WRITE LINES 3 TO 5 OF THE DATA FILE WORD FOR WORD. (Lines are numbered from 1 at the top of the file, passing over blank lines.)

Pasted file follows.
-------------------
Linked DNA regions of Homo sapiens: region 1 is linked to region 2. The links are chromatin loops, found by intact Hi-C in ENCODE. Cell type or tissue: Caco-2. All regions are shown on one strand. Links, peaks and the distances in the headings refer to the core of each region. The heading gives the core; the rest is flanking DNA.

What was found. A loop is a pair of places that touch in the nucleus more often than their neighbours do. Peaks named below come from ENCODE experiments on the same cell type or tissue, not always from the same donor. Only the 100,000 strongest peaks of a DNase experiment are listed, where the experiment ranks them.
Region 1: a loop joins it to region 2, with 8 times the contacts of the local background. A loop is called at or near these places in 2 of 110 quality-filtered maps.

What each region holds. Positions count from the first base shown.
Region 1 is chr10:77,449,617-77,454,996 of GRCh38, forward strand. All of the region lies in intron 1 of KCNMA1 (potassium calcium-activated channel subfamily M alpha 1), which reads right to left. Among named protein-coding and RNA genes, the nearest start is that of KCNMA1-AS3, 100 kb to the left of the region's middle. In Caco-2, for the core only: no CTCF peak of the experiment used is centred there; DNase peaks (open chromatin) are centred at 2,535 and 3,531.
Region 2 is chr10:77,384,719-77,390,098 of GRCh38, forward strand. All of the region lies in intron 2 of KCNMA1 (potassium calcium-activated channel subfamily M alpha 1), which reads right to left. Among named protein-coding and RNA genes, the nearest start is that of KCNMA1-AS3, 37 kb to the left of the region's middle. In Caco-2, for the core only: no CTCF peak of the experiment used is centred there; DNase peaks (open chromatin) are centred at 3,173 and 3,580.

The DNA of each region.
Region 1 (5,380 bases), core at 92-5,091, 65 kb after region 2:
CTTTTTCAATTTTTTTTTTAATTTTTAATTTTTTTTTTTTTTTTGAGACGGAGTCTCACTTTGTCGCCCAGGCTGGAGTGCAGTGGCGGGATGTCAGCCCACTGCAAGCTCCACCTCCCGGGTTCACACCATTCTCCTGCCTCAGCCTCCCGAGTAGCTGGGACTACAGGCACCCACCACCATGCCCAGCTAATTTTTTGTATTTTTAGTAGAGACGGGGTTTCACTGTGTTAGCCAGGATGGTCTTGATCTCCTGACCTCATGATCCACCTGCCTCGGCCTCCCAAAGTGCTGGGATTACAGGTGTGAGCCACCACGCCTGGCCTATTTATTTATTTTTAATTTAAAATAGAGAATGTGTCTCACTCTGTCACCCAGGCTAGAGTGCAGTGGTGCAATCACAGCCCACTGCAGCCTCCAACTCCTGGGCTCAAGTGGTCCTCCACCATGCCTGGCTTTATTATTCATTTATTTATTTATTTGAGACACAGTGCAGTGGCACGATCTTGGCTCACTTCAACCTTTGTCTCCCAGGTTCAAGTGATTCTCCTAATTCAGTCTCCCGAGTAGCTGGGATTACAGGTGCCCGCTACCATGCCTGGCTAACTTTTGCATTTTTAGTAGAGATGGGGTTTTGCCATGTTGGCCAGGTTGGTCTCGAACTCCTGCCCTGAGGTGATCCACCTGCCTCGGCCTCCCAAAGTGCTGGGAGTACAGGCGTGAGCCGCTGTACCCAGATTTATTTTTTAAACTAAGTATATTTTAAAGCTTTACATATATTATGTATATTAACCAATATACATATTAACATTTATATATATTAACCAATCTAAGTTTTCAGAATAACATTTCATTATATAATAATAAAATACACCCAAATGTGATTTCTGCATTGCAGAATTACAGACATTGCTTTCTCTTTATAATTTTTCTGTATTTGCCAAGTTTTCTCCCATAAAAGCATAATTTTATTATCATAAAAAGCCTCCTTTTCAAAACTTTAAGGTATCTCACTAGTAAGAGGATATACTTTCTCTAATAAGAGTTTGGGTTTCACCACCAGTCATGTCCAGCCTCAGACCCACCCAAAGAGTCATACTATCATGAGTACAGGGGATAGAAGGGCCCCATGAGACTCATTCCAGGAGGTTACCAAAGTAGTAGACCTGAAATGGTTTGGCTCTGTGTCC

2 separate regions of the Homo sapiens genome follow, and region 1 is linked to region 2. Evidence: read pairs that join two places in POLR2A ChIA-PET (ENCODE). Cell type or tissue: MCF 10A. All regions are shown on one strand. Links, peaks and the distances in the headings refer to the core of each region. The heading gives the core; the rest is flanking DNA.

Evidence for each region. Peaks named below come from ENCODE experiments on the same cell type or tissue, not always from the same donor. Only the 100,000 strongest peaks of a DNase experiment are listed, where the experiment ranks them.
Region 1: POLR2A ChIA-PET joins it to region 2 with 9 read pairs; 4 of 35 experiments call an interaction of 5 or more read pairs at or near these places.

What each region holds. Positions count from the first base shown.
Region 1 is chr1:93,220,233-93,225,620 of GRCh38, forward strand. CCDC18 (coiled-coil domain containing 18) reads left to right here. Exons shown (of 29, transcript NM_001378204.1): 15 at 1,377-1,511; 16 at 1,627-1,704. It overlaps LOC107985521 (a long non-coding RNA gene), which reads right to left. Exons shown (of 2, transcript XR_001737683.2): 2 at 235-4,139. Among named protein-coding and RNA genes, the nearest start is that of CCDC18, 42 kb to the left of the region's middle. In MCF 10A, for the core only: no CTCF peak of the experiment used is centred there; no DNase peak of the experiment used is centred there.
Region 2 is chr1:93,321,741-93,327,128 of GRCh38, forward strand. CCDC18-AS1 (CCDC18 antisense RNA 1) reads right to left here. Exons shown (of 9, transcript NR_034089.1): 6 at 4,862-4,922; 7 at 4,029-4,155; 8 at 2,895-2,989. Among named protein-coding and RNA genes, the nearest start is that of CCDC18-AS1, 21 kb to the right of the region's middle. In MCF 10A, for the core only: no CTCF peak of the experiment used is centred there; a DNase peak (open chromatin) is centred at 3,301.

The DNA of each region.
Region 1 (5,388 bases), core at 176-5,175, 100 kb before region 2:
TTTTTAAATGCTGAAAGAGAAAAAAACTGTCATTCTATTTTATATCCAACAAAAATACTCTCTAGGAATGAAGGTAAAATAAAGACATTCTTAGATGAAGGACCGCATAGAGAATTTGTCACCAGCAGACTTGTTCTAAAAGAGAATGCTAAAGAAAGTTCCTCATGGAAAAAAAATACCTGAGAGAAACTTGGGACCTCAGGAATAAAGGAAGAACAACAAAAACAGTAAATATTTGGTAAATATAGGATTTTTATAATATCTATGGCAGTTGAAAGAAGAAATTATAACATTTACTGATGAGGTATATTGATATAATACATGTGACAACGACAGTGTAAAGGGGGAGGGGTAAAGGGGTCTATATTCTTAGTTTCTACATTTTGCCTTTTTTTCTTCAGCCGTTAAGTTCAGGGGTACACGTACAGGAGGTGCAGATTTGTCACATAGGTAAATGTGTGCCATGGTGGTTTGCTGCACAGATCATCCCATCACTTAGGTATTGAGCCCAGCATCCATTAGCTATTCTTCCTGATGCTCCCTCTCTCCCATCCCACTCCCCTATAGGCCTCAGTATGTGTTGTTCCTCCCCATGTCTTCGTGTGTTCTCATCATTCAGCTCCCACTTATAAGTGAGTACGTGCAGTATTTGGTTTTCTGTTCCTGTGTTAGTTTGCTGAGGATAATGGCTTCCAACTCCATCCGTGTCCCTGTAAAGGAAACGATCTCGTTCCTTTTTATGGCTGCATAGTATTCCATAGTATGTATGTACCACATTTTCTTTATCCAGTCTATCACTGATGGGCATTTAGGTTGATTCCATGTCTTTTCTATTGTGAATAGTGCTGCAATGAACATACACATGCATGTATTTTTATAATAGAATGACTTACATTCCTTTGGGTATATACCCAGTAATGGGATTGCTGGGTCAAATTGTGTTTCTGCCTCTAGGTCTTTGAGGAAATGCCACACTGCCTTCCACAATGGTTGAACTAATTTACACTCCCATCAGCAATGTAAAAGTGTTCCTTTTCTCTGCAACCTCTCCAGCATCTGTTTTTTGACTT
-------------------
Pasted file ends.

Region 1: a loop joins it to region 2, with 8 times the contacts of the local background. A loop is called at or near these places in 2 of 110 quality-filtered maps.

What each region holds. Positions count from the first base shown.
Region 1 is chr10:77,449,617-77,454,996 of GRCh38, forward strand. All of the region lies in intron 1 of KCNMA1 (potassium calcium-activated channel subfamily M alpha 1), which reads right to left. Among named protein-coding and RNA genes, the nearest start is that of KCNMA1-AS3, 100 kb to the left of the region's middle. In Caco-2, for the core only: no CTCF peak of the experiment used is centred there; DNase peaks (open chromatin) are centred at 2,535 and 3,531.